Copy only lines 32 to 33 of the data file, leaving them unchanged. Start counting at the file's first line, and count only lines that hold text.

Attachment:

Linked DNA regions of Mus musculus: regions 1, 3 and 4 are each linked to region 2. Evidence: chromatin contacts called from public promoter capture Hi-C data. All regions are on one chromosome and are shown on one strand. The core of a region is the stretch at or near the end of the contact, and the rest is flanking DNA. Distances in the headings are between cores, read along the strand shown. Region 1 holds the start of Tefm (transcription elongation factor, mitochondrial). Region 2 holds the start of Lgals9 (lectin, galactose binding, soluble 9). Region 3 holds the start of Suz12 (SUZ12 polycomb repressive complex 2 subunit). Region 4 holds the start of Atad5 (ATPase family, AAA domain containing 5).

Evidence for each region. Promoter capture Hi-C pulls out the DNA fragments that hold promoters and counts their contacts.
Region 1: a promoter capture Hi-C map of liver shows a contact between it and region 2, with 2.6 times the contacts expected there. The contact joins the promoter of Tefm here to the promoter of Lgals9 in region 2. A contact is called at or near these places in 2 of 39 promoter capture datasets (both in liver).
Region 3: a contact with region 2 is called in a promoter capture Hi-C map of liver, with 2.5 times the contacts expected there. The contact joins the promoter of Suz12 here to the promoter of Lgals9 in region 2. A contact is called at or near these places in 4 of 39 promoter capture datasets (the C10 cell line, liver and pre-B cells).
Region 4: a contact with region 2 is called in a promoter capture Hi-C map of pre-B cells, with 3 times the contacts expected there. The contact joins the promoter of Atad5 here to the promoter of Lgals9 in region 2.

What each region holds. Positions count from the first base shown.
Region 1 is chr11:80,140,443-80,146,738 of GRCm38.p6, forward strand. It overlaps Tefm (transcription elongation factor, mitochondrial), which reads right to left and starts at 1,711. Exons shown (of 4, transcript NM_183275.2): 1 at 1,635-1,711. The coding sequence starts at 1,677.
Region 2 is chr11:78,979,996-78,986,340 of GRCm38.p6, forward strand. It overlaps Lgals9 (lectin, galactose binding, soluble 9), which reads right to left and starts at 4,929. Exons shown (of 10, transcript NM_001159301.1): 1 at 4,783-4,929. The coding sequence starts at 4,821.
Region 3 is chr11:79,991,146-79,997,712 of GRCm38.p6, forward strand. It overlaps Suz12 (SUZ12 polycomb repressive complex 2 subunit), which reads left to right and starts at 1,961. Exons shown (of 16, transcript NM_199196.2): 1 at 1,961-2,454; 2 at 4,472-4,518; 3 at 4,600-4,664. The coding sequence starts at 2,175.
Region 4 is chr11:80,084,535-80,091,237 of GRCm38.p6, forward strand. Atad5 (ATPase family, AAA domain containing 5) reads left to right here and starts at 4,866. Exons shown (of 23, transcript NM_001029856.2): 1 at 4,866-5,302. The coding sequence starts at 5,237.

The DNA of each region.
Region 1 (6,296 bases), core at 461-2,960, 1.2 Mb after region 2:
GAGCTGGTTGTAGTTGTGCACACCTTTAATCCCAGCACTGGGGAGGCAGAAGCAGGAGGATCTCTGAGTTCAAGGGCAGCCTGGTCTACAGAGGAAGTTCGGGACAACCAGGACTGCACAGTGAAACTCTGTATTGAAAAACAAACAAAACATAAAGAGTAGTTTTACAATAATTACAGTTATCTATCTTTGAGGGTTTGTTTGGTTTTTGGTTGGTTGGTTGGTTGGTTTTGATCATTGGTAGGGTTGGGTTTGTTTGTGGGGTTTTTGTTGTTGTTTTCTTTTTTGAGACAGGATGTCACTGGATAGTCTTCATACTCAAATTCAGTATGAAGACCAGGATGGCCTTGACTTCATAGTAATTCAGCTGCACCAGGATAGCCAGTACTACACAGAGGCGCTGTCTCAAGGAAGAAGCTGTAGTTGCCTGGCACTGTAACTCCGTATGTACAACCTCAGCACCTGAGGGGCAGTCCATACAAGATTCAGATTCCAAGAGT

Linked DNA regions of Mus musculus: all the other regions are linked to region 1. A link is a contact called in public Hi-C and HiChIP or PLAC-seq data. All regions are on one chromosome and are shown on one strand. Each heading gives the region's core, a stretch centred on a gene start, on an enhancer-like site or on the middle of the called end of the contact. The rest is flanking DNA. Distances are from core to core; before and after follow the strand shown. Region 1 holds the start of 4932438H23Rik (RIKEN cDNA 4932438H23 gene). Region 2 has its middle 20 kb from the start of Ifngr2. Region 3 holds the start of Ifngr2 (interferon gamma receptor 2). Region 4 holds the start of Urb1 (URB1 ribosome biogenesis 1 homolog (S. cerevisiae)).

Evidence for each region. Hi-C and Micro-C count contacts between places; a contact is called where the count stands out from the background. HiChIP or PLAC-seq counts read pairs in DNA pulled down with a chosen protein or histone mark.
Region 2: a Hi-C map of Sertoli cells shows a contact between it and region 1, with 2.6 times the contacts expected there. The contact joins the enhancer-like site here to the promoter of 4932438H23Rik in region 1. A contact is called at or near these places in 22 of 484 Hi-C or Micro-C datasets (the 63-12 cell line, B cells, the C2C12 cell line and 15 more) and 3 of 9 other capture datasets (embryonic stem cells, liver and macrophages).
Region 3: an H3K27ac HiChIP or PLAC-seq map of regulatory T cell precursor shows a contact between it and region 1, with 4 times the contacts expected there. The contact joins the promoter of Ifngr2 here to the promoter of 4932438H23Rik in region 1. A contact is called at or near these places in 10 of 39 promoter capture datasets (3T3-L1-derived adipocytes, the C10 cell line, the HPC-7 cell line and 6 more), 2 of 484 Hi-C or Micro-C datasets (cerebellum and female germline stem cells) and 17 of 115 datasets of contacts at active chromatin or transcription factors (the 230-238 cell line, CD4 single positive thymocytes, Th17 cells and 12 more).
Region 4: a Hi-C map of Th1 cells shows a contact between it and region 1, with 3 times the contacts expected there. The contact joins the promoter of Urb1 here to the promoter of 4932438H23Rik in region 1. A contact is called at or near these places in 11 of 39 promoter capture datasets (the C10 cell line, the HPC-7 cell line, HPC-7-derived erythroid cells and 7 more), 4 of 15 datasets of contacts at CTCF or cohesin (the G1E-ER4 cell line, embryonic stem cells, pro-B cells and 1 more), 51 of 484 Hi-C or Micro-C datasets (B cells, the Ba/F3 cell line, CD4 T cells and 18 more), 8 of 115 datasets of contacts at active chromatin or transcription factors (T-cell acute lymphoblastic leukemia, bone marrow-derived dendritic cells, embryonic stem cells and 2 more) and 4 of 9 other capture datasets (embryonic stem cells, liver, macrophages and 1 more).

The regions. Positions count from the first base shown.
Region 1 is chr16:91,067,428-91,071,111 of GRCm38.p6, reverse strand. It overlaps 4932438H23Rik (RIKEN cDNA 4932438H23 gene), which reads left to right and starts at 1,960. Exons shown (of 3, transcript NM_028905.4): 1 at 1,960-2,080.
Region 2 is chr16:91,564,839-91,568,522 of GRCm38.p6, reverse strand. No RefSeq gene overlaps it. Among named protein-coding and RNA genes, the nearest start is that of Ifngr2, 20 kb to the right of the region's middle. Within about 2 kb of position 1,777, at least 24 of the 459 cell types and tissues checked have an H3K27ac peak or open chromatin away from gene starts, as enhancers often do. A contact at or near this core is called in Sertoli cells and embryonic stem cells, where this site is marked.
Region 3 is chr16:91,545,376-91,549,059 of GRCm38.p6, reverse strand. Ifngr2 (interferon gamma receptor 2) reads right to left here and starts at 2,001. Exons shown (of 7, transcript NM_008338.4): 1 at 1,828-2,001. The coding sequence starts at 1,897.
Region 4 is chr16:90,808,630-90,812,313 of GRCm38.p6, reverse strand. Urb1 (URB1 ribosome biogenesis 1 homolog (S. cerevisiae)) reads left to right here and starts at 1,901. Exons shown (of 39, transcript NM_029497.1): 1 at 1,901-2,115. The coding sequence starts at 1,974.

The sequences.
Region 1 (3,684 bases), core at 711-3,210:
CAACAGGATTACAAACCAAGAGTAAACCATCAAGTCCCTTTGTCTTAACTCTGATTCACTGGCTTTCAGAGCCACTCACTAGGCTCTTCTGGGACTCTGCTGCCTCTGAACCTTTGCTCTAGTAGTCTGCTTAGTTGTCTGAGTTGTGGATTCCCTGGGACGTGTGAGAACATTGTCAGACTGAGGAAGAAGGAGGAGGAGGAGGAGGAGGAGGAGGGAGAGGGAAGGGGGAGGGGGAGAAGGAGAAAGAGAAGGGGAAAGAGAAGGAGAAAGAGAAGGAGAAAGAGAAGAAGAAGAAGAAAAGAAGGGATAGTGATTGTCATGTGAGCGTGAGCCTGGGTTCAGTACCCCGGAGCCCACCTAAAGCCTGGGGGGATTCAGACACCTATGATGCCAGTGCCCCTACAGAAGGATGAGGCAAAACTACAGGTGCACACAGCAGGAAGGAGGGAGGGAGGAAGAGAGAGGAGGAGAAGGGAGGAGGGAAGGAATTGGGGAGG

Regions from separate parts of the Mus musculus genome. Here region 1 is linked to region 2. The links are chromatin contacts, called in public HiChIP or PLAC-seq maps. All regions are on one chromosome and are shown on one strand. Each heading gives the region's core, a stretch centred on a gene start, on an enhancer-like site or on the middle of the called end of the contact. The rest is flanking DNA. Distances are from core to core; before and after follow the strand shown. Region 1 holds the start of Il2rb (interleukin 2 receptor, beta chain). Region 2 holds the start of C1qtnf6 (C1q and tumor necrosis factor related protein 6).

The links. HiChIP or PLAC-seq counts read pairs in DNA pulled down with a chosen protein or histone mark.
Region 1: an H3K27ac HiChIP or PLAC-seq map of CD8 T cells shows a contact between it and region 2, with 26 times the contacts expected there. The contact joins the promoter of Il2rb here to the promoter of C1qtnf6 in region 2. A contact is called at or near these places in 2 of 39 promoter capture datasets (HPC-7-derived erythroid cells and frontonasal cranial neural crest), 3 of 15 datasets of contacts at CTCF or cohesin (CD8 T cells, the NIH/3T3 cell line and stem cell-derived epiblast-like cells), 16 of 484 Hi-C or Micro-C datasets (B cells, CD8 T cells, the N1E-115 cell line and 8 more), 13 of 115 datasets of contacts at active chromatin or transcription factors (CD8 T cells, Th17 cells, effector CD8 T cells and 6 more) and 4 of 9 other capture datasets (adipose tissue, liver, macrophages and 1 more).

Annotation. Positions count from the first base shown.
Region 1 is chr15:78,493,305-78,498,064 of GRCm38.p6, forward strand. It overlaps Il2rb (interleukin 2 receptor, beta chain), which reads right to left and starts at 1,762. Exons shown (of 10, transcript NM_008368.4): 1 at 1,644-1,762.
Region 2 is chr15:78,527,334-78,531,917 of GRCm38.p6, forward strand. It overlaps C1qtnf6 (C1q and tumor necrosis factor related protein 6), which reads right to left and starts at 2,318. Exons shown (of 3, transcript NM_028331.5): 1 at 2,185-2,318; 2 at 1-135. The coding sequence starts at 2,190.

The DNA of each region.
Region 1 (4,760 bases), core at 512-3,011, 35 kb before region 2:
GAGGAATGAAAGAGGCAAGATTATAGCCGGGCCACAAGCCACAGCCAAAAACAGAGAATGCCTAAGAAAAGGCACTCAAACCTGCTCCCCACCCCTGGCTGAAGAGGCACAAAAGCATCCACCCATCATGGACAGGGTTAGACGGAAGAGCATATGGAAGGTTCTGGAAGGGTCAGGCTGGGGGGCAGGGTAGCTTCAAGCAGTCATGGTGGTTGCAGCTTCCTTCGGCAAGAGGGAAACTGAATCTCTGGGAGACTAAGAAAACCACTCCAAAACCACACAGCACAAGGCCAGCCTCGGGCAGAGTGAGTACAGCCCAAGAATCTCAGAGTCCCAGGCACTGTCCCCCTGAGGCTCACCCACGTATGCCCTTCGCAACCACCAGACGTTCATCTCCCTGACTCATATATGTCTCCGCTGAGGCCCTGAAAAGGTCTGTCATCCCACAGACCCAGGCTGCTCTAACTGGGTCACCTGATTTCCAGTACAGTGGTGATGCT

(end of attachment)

Region 2 is chr15:78,527,334-78,531,917 of GRCm38.p6, forward strand. It overlaps C1qtnf6 (C1q and tumor necrosis factor related protein 6), which reads right to left and starts at 2,318. Exons shown (of 3, transcript NM_028331.5): 1 at 2,185-2,318; 2 at 1-135. The coding sequence starts at 2,190.

The DNA of each region.